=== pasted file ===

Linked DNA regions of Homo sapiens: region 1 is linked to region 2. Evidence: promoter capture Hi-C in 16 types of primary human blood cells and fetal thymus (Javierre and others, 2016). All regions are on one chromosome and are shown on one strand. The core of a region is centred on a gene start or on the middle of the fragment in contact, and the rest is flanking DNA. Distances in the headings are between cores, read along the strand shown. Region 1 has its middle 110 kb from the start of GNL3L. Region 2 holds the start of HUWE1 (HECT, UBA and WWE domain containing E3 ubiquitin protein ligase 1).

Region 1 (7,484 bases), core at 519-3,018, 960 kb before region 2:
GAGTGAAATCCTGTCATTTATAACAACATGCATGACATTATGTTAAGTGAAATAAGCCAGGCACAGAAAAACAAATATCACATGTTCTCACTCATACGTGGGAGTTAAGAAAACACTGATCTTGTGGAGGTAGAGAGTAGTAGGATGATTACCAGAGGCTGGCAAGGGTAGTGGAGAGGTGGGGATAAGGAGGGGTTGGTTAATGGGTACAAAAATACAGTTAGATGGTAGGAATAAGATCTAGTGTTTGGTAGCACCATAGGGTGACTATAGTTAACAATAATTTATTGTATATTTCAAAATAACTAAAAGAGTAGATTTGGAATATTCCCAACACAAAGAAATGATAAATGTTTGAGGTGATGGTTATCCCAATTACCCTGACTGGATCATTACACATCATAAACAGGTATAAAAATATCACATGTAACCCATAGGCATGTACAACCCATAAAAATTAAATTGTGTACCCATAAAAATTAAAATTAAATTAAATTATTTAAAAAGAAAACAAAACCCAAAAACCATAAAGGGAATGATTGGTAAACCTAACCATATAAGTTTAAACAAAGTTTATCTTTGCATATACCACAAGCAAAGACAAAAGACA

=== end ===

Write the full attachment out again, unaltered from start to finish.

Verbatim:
Linked DNA regions of Homo sapiens: region 1 is linked to region 2. Evidence: promoter capture Hi-C in 16 types of primary human blood cells and fetal thymus (Javierre and others, 2016). All regions are on one chromosome and are shown on one strand. The core of a region is centred on a gene start or on the middle of the fragment in contact, and the rest is flanking DNA. Distances in the headings are between cores, read along the strand shown. Region 1 has its middle 110 kb from the start of GNL3L. Region 2 holds the start of HUWE1 (HECT, UBA and WWE domain containing E3 ubiquitin protein ligase 1).

Region 1 (7,484 bases), core at 519-3,018, 960 kb before region 2:
GAGTGAAATCCTGTCATTTATAACAACATGCATGACATTATGTTAAGTGAAATAAGCCAGGCACAGAAAAACAAATATCACATGTTCTCACTCATACGTGGGAGTTAAGAAAACACTGATCTTGTGGAGGTAGAGAGTAGTAGGATGATTACCAGAGGCTGGCAAGGGTAGTGGAGAGGTGGGGATAAGGAGGGGTTGGTTAATGGGTACAAAAATACAGTTAGATGGTAGGAATAAGATCTAGTGTTTGGTAGCACCATAGGGTGACTATAGTTAACAATAATTTATTGTATATTTCAAAATAACTAAAAGAGTAGATTTGGAATATTCCCAACACAAAGAAATGATAAATGTTTGAGGTGATGGTTATCCCAATTACCCTGACTGGATCATTACACATCATAAACAGGTATAAAAATATCACATGTAACCCATAGGCATGTACAACCCATAAAAATTAAATTGTGTACCCATAAAAATTAAAATTAAATTAAATTATTTAAAAAGAAAACAAAACCCAAAAACCATAAAGGGAATGATTGGTAAACCTAACCATATAAGTTTAAACAAAGTTTATCTTTGCATATACCACAAGCAAAGACAAAAGACA